Methodology refers to the philosophic & theoretical underpinnings of research methods. It is the systematic discussion of research methods, often the methods common in a particular field of study. Unfortunately, in common use, it slides toward use as a synonym for method. When writing up one’s methodology, one discusses WHY one chose a particular method of research. A method is what one actually does in the research process.
When researching history, researchers have to think about what sources to use, and how to handle these sources. I’m reading two books which would claim to be History in some sense. Because the authors are working with different bits of history, they use different kinds of source material, and approach these sources in different ways.
In The Bletchley Girls, Tessa Dunlop’s editor decided that it was best to tell the stories of living women who worked at Bletchley Park during World War II. Dunlop’s research was carried out quite recently, more than 70 years after the beginning of the war and the conversion of Bletchley Park into a code-breaking facility. This meant she was interviewing women in their 90s. It also means that the stories of many women who worked at Bletchley Park were not accessed because those women were dead, or were suffering from memory loss. Deciding to interview living women about their war-time experiences limited the data Dunlop used in her book. Any methodological discussion of this method of gathering history (oral history, interviews of participants long after an episode of their life is concluded) must include a discussion of memory, and how memory is shaped both by later events and later understandings of the past.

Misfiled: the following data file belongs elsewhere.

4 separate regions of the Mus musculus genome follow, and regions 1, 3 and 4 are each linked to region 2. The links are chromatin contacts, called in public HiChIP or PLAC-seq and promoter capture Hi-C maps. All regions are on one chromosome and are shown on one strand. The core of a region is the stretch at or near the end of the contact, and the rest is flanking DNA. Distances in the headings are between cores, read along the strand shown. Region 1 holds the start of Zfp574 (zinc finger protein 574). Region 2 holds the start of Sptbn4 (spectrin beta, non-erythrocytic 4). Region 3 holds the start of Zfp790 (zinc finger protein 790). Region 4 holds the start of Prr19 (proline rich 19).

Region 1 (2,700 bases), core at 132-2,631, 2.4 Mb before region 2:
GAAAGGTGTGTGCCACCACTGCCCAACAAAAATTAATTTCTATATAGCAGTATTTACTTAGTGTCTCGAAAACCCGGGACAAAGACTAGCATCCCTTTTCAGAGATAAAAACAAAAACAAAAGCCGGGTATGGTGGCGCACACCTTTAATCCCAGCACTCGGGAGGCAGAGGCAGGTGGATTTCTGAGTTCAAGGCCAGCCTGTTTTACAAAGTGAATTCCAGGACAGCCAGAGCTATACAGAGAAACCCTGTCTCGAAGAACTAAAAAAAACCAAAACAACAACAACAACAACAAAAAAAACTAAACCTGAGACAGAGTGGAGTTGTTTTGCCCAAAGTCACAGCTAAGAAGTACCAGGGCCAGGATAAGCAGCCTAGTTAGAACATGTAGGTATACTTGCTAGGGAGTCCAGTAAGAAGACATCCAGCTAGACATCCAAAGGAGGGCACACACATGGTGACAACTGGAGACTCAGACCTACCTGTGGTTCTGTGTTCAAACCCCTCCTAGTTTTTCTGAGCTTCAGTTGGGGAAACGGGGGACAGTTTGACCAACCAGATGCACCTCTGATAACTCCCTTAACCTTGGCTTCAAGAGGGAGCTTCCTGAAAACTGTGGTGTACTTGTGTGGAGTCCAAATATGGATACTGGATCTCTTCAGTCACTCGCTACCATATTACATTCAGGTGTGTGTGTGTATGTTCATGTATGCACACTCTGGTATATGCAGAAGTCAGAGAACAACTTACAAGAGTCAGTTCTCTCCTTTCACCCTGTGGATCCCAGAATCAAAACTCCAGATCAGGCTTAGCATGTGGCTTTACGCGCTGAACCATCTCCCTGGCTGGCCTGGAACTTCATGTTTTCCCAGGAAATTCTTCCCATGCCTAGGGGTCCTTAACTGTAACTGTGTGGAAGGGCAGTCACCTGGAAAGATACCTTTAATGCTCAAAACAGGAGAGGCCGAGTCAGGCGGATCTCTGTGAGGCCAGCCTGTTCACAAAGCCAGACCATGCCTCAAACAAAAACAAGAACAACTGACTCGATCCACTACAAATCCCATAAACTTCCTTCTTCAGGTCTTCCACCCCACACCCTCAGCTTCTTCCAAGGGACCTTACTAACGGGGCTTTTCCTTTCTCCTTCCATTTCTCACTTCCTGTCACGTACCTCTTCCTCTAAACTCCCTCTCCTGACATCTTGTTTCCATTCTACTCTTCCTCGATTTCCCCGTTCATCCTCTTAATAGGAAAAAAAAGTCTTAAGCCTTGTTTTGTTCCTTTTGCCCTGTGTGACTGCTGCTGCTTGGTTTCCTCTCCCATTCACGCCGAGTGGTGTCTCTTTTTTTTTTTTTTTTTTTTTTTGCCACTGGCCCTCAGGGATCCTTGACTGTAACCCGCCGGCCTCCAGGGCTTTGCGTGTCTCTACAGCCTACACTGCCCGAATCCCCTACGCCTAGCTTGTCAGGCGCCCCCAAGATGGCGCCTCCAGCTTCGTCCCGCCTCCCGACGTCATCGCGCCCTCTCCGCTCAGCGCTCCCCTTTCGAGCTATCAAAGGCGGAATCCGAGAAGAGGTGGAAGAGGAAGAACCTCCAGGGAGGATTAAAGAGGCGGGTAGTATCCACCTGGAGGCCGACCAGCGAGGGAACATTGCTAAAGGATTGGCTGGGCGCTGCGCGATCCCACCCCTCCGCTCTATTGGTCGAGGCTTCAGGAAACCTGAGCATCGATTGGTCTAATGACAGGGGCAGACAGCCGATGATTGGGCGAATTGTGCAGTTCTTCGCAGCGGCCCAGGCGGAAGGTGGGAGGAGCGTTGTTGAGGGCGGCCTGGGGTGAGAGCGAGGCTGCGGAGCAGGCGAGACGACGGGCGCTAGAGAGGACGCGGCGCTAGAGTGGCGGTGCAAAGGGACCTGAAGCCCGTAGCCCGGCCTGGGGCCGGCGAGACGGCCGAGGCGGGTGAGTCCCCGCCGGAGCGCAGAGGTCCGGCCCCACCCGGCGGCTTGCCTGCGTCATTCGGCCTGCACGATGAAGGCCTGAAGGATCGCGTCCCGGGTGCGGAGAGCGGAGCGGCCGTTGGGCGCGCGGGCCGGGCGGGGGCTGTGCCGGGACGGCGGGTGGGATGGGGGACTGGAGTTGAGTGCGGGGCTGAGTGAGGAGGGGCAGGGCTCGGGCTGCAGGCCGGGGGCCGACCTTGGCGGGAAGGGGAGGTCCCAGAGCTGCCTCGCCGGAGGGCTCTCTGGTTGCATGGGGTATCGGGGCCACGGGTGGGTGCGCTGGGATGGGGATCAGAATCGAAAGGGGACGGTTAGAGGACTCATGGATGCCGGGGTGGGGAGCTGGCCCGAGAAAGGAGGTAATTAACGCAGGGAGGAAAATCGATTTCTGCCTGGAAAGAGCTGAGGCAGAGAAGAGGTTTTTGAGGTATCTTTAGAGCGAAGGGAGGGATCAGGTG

In The Resurrection of the Son of God, N.T. Wright discusses the meaning of “resurrection” in the ancient world, and what it might mean that Jesus was resurrected. Wright uses ancient documents, both biblical texts, and texts from times before and after the biblical accounts were written. He attempts to access and understand the different ways the concept of resurrection was understood by different groups of people, including ancient Christians. Wright accesses history primarily through documents. Any methodological discussion of Wright’s work must include reflections on which documents survive from the ancient world, and how to best understand the writings which do survive. Further, if language use shifts over time, how do current readers access ancient use of particular words and concepts?
Methodological discussions of historical research involves all kinds of complications of memory, shifts in language, social changes, and imaginative expectations of historians. How do we best gain access to the foreign country that is the past? Time travel is ruled out at the moment, so a balance of other methods with their inherent difficulties must do for now.